Survey shows nearly 40 percent of Americans reel from heel pain
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Apr 14, 2009 - 10:26 PM
While foot problems such as bunions, corns and dry, cracked skin affect many Americans on a daily basis, one particular ailment—heel pain—stands out among foot disorders, according to a new survey by the American Podiatric Medical Association (APMA).
The 2009 APMA survey, which polled close to 420 Americans aged 18 and older, found that 39 percent of adults have experienced heel pain more than any other foot ailment within the last 12 months. Additionally, nearly 60 percent of respondents believed they suffered heel pain while wearing ill-fitting footwear. However, 64 percent of respondents said they had not yet visited a medical professional—such as a podiatrist—to diagnose and treat their heel pain.
“Heel pain is a detrimental foot ailment that affects millions of Americans every day, and foot pain of any kind is not normal, If detected early, most types of heel pain—including the most common, plantar fasciitis—can be treated with non-invasive treatment options. However, the longer one waits to have their heel pain evaluated, the more difficult it is to successfully treat.”
Sixteen percent of Americans surveyed regularly experience heel pain. Wearing shoes that fit well, wearing the proper shoes for each activity, not wearing shoes with excessive or uneven worn heels or soles, and stretching foot and ankle muscles properly before exercising are several main ways to avoid heel pain altogether. However, visiting a podiatric physician, also known as a podiatrist, as soon as foot pain is experienced drastically improves the chance of finding a solution for heel pain.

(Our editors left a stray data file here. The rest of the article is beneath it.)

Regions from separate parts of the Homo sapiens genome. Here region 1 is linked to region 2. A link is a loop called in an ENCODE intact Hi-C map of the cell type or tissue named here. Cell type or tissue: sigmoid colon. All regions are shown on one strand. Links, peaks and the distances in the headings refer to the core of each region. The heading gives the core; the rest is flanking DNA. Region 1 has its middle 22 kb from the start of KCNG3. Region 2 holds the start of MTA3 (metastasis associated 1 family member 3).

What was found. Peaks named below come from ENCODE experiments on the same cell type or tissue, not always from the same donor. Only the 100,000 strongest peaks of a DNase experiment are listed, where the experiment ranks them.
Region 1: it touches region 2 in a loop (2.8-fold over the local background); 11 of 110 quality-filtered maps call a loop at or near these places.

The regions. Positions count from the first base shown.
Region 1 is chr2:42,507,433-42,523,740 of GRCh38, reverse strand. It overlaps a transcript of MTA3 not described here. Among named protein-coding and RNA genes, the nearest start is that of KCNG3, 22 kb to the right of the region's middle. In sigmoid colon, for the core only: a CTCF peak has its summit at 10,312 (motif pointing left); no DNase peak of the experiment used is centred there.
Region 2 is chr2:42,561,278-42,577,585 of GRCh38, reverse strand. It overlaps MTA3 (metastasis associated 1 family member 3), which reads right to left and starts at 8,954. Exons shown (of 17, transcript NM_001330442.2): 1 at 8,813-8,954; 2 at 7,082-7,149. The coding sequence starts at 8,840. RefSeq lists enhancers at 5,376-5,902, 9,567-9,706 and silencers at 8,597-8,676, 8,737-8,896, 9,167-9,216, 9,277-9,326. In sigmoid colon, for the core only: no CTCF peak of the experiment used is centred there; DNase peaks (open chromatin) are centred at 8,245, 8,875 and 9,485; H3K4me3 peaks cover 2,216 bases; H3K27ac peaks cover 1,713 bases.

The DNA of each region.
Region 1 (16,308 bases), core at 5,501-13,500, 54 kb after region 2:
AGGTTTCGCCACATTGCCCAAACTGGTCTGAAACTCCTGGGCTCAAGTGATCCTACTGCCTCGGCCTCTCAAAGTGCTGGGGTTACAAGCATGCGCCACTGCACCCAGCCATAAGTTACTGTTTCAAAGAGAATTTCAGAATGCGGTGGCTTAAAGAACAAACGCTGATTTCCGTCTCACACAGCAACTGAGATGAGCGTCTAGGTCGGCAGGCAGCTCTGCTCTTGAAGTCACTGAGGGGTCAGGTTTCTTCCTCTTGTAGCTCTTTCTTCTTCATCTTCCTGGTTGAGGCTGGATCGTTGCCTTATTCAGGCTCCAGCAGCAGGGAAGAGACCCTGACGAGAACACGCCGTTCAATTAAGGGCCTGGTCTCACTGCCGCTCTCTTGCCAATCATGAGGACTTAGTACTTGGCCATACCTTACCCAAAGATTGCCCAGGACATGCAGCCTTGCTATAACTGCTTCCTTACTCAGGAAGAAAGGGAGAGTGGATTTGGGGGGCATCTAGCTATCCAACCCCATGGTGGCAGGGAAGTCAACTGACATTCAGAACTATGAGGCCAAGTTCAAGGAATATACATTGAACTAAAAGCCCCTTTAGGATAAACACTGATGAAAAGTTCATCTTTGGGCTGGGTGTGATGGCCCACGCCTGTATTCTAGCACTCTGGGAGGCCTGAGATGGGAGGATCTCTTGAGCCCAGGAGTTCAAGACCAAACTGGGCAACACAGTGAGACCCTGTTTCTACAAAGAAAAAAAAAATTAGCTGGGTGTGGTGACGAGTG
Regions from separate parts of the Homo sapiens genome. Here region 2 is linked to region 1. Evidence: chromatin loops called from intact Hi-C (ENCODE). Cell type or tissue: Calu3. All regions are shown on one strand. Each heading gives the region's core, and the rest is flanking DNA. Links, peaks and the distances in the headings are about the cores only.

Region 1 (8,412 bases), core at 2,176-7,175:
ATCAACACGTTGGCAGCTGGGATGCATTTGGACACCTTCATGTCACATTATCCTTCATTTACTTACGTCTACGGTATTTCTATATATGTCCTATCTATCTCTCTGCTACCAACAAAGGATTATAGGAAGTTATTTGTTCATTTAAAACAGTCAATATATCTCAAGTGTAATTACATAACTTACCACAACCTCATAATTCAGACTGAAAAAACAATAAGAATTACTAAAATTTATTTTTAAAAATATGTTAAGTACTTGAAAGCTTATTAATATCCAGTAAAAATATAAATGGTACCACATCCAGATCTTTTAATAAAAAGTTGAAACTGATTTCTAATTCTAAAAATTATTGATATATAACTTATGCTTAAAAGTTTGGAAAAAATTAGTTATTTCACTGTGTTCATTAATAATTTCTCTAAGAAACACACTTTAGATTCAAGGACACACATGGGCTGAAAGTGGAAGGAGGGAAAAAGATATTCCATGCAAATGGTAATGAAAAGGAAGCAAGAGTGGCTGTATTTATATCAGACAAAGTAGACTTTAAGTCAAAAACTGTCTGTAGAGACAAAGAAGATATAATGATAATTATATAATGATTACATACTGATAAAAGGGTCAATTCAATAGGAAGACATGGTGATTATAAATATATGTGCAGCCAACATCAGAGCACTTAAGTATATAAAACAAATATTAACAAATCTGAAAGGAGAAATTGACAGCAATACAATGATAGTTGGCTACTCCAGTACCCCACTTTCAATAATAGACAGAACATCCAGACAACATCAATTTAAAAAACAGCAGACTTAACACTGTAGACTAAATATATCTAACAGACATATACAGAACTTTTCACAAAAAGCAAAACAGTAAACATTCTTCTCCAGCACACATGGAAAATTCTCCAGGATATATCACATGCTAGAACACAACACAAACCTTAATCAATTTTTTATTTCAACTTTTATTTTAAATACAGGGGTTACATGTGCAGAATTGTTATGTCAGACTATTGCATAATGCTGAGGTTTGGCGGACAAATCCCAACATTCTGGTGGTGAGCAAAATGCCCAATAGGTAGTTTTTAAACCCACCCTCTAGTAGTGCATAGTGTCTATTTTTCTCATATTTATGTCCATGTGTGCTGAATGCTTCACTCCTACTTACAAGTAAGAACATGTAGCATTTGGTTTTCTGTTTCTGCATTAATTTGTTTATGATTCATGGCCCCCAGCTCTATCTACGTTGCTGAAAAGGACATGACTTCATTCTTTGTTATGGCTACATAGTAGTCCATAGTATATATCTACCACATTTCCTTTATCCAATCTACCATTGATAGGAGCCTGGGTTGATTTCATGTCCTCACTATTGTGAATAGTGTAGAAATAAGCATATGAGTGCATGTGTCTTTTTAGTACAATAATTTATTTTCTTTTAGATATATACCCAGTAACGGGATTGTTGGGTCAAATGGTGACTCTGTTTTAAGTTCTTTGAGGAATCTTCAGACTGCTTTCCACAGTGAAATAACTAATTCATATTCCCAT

To view a full summary of the results from the APMA’s 2009 foot ailments survey with a focus on heel pain, please visit www.apma.org/heelpain. To learn more also visit the Connecticut Podiatric Medical Association website at www.cpma.org
Founded in 1912, the American Podiatric Medical Association (APMA) is the nation's leading and recognized professional organization for doctors of podiatric medicine (DPMs). DPMs are podiatric physicians and surgeons, also known as podiatrists, qualified by their education, training and experience to diagnose and treat conditions affecting the foot, ankle and structures of the leg. The medical education and training of a DPM includes four years of undergraduate education, four years of graduate education at an accredited podiatric medical college and two or three years of hospital residency training. APMA has 53 state component locations across the United States and its territories, with a membership of close to 12,000 podiatrists. All practicing APMA members are licensed by the state in which they practice podiatric medicine. For more information, visit www.apma.org.or www.cpma.org
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